Friday, September 23, 2011

Unraveling the Complexity of US Politics

What people say is not what they mean, especially politicians in the US. But even the electorate is sending mixed messages. Here's an attempt to unravel the complexity. Read these bits from an article by James Surowiecki in The New Yorker looking at Obama's "jobs plan" and the current political reality in the US:
There is no truer truism in American politics than James Carville’s catchphrase from the 1992 election “It’s the economy, stupid.” When people discuss Barack Obama’s current approval rating, which is at its lowest level ever, they may invoke his supposed lack of toughness or his tendency toward moderation, but the only really important factor is the dismal state of the U.S. job market. The American Jobs Act, which Obama is now promoting across the country, is an attempt to change this, by giving the economy a temporary boost with a mixture of tax cuts and government spending amounting to $447 billion. It’s an excellent idea: many independent analysts suggest that it could boost G.D.P. growth over the next year by 1.5 per cent or better, and create as many as one and a half million jobs. And it’s ideologically canny. A hefty chunk of it comes in the form of tax cuts, which Republicans typically love, and much of the rest would go toward more spending on infrastructure, which House Majority Leader Eric Cantor has expressed support for. Even so, it’s unlikely that House Republicans will pass the bill, and there’s a good chance that they’ll stop it even from coming up for a vote.


But people are underestimating a number of factors that could allow the G.O.P. to pursue an obstructive line without being much punished for it. To begin with, studies show that voters are more likely to hold politicians accountable for economic conditions when there’s “clarity of responsibility”—and responsibility for the economy now belongs to Obama and the Democrats. The recession started long before Obama took office. But, from a voter’s perspective, he had two years with sizable majorities in Congress to do something about it. While the 2009 stimulus plan succeeded in making the recession less awful than it might have been, you rarely get credit in politics for what didn’t happen. More important, in launching the plan, the President effectively took responsibility for the result. If you try to fix it, it’s yours.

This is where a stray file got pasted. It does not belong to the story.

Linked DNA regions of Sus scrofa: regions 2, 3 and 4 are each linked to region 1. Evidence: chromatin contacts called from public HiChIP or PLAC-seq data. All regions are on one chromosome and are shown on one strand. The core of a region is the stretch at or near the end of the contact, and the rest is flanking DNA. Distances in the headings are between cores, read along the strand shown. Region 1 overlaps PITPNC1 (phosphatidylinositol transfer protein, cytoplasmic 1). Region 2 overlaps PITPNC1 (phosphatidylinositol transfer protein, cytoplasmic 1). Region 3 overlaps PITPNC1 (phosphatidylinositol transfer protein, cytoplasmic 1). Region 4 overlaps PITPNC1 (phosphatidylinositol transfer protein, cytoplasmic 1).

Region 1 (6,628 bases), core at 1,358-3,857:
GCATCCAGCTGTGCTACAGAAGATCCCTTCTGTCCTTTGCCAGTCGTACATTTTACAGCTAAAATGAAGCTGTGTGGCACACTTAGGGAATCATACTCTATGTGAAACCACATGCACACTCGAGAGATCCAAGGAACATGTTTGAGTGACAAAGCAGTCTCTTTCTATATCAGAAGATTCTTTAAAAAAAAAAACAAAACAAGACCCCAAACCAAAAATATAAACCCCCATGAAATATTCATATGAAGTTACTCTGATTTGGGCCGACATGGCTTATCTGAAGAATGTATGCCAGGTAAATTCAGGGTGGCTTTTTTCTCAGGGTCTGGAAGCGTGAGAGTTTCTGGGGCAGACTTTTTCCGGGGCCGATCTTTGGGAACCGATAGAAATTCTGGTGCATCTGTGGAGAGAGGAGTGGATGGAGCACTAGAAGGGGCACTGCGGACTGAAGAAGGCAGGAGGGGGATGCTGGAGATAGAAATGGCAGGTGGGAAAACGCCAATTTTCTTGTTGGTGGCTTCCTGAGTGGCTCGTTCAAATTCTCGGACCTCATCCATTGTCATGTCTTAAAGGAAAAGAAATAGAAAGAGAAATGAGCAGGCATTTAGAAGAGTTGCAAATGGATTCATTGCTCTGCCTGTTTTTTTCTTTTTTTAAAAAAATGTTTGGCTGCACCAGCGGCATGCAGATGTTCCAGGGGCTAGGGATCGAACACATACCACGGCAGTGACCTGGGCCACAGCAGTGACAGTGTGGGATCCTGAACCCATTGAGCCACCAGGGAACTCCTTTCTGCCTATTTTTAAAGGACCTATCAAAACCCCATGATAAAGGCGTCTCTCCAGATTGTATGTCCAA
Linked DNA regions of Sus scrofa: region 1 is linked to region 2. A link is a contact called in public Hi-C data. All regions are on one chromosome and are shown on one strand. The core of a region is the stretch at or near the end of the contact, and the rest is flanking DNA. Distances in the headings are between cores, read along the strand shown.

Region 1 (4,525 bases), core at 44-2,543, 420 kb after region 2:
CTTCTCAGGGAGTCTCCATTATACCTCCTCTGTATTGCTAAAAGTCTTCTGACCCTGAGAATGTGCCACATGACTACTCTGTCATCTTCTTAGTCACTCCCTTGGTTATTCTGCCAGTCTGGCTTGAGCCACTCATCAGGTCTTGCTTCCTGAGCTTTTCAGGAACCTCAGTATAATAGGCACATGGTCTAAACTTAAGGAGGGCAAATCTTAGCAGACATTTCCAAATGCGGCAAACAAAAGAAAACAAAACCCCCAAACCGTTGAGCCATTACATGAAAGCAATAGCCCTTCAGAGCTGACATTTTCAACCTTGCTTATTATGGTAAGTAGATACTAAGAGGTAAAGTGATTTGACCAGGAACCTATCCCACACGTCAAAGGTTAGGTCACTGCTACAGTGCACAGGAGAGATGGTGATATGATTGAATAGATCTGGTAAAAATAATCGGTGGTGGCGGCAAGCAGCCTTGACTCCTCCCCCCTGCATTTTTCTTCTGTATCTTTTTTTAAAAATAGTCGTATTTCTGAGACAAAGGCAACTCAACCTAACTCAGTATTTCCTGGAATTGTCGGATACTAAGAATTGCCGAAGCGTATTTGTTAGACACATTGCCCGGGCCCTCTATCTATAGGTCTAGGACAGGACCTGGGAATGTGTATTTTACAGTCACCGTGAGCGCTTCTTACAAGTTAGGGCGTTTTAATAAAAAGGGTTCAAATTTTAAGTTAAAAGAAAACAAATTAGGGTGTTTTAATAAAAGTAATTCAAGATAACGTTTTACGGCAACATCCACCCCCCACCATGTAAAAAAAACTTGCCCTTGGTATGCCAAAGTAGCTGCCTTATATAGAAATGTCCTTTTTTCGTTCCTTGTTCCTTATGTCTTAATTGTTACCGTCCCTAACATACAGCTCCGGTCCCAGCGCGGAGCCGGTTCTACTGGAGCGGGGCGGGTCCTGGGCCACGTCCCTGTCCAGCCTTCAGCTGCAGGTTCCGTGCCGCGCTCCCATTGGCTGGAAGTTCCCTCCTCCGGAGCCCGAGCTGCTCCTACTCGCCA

It’s not that the Republican approach is popular: one recent Bloomberg poll found that forty-five per cent of those surveyed think congressional Republicans are responsible for the gridlock in Washington. But it seems to be working: for the past year and a half, the Party has consistently gone for a do-nothing approach and voters have consistently rewarded it. In the run-up to last year’s midterms, Republicans were explicit about their opposition to past, present, and future stimulus programs. They won a landslide victory. And, just last week, in two special elections for the House, Republican candidates who campaigned largely against Obama’s policies won seats in Nevada and New York by margins that were much bigger than expected. Americans may be saying that they want the government to use fiscal policy to get the economy moving again, but the way they vote tells a different story. Perhaps fourteen more months of economic stagnation and no job creation will change that. But, for now, it’s not only our representatives who are to blame. It’s ourselves.
So the story is complex. The Republicans profess a deep love of country but they are willing to block any attempt to revive the economy. The Democrats claim an eagerness to fix the economy but they put in place a stimulus which is too small and call it "adequate" and ignore the suffering. And to top it all off, the electorate wants to "send a message" but they use election results which will be read by the Republicans as a pat on the back and a "job well done!" when in fact the electorate is boiling with rage and feeling impotent. What a mess.

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